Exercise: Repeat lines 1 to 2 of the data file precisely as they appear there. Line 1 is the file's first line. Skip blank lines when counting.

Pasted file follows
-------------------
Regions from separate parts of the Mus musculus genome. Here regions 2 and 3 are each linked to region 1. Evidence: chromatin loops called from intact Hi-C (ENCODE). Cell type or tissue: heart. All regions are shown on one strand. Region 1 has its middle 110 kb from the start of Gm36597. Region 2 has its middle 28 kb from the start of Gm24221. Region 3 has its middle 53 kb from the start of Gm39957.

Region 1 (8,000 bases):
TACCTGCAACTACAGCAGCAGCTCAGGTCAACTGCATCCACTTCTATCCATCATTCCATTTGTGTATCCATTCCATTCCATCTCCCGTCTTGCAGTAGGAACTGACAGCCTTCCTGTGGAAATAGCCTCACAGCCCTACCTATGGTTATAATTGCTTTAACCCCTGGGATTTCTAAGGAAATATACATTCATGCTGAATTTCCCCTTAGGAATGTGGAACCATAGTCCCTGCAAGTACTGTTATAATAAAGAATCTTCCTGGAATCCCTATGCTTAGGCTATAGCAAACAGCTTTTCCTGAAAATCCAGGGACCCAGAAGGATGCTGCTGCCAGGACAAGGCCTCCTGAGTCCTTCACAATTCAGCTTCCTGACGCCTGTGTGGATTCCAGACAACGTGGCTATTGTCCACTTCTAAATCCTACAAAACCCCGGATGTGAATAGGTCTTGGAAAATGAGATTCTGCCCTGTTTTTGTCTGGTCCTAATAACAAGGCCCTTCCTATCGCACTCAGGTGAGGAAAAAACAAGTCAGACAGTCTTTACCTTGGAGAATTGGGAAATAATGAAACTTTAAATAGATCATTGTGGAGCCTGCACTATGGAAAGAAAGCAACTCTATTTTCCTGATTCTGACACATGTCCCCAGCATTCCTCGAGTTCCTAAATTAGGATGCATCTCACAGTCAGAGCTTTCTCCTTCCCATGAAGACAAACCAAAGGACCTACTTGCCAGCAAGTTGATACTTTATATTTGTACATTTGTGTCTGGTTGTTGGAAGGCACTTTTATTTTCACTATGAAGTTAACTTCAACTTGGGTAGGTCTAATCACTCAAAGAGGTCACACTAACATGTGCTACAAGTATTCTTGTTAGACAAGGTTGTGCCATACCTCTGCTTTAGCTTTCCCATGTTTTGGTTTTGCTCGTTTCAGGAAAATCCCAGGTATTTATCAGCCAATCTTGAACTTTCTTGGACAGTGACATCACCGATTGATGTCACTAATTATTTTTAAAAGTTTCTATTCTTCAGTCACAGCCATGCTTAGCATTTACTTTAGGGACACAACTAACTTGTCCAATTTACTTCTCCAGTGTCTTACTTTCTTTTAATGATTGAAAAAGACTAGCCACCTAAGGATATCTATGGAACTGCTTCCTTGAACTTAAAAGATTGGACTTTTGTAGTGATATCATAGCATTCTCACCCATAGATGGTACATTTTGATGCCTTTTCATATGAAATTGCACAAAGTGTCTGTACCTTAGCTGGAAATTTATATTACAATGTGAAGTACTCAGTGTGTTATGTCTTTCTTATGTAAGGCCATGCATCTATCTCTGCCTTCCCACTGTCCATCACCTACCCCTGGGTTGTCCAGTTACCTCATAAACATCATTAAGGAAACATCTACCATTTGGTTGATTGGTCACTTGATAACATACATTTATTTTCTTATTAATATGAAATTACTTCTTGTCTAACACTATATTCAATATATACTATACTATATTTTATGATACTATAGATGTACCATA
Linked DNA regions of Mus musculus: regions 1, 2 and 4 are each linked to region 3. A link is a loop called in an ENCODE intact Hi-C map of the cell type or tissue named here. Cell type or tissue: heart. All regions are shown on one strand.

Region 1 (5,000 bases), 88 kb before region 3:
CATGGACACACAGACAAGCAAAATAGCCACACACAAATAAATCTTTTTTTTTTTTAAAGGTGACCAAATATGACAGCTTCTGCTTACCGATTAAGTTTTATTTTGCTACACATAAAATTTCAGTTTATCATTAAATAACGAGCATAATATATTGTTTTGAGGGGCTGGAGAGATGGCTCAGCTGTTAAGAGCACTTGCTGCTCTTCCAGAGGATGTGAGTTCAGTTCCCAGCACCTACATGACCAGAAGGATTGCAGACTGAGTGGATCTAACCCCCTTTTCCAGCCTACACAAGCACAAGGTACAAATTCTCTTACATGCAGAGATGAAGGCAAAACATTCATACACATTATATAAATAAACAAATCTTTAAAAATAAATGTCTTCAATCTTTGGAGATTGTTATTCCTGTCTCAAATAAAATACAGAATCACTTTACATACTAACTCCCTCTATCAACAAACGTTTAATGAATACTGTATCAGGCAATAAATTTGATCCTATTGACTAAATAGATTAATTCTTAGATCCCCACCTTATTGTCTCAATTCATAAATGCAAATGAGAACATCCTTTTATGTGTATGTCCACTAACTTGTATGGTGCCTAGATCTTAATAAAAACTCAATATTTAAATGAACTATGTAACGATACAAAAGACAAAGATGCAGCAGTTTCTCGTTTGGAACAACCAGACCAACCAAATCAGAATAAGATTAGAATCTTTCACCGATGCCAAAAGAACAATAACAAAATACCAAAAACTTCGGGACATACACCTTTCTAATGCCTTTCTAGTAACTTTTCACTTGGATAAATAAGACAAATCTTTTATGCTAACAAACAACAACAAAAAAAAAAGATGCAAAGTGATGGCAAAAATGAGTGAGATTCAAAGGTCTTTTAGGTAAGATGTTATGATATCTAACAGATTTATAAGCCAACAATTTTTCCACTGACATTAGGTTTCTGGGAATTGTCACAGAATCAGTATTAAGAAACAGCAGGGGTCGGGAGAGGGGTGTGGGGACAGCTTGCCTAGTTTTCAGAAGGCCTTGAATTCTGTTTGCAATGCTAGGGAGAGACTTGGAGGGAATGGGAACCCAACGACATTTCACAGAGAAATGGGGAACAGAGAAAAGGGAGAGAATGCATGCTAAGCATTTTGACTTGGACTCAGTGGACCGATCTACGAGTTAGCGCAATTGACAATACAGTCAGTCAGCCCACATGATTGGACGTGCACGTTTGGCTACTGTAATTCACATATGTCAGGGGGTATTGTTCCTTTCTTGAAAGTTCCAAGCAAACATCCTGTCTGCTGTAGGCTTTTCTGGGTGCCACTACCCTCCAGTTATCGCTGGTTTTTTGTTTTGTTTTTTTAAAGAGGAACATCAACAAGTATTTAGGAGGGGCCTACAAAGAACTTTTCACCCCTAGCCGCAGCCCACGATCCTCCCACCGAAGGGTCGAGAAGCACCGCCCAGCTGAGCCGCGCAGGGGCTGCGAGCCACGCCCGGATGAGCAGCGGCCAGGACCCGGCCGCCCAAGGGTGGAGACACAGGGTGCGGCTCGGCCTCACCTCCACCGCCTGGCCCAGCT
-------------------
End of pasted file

Regions from separate parts of the Mus musculus genome. Here regions 2 and 3 are each linked to region 1. Evidence: chromatin loops called from intact Hi-C (ENCODE). Cell type or tissue: heart. All regions are shown on one strand. Region 1 has its middle 110 kb from the start of Gm36597. Region 2 has its middle 28 kb from the start of Gm24221. Region 3 has its middle 53 kb from the start of Gm39957.

Region 1 (8,000 bases):